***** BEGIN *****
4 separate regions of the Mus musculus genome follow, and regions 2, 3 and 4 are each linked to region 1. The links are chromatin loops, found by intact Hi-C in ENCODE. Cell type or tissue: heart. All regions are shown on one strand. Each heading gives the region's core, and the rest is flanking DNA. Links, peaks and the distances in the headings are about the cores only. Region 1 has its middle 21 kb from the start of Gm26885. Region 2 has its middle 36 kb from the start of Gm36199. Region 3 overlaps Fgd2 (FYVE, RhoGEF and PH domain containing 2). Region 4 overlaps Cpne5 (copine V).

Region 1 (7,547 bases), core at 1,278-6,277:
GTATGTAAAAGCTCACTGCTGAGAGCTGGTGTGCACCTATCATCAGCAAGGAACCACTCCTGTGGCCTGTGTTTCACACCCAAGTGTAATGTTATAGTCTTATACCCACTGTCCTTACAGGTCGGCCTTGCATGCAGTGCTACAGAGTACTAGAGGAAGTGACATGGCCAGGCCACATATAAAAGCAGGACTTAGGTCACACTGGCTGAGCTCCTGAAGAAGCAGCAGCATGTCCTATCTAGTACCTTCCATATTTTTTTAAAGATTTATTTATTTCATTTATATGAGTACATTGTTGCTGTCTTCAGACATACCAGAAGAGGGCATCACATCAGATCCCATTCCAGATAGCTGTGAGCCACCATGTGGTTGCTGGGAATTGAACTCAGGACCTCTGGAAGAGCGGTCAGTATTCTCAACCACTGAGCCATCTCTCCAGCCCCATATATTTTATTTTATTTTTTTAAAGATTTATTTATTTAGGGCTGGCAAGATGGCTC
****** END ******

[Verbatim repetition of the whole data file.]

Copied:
4 separate regions of the Mus musculus genome follow, and regions 2, 3 and 4 are each linked to region 1. The links are chromatin loops, found by intact Hi-C in ENCODE. Cell type or tissue: heart. All regions are shown on one strand. Each heading gives the region's core, and the rest is flanking DNA. Links, peaks and the distances in the headings are about the cores only. Region 1 has its middle 21 kb from the start of Gm26885. Region 2 has its middle 36 kb from the start of Gm36199. Region 3 overlaps Fgd2 (FYVE, RhoGEF and PH domain containing 2). Region 4 overlaps Cpne5 (copine V).

Region 1 (7,547 bases), core at 1,278-6,277:
GTATGTAAAAGCTCACTGCTGAGAGCTGGTGTGCACCTATCATCAGCAAGGAACCACTCCTGTGGCCTGTGTTTCACACCCAAGTGTAATGTTATAGTCTTATACCCACTGTCCTTACAGGTCGGCCTTGCATGCAGTGCTACAGAGTACTAGAGGAAGTGACATGGCCAGGCCACATATAAAAGCAGGACTTAGGTCACACTGGCTGAGCTCCTGAAGAAGCAGCAGCATGTCCTATCTAGTACCTTCCATATTTTTTTAAAGATTTATTTATTTCATTTATATGAGTACATTGTTGCTGTCTTCAGACATACCAGAAGAGGGCATCACATCAGATCCCATTCCAGATAGCTGTGAGCCACCATGTGGTTGCTGGGAATTGAACTCAGGACCTCTGGAAGAGCGGTCAGTATTCTCAACCACTGAGCCATCTCTCCAGCCCCATATATTTTATTTTATTTTTTTAAAGATTTATTTATTTAGGGCTGGCAAGATGGCTC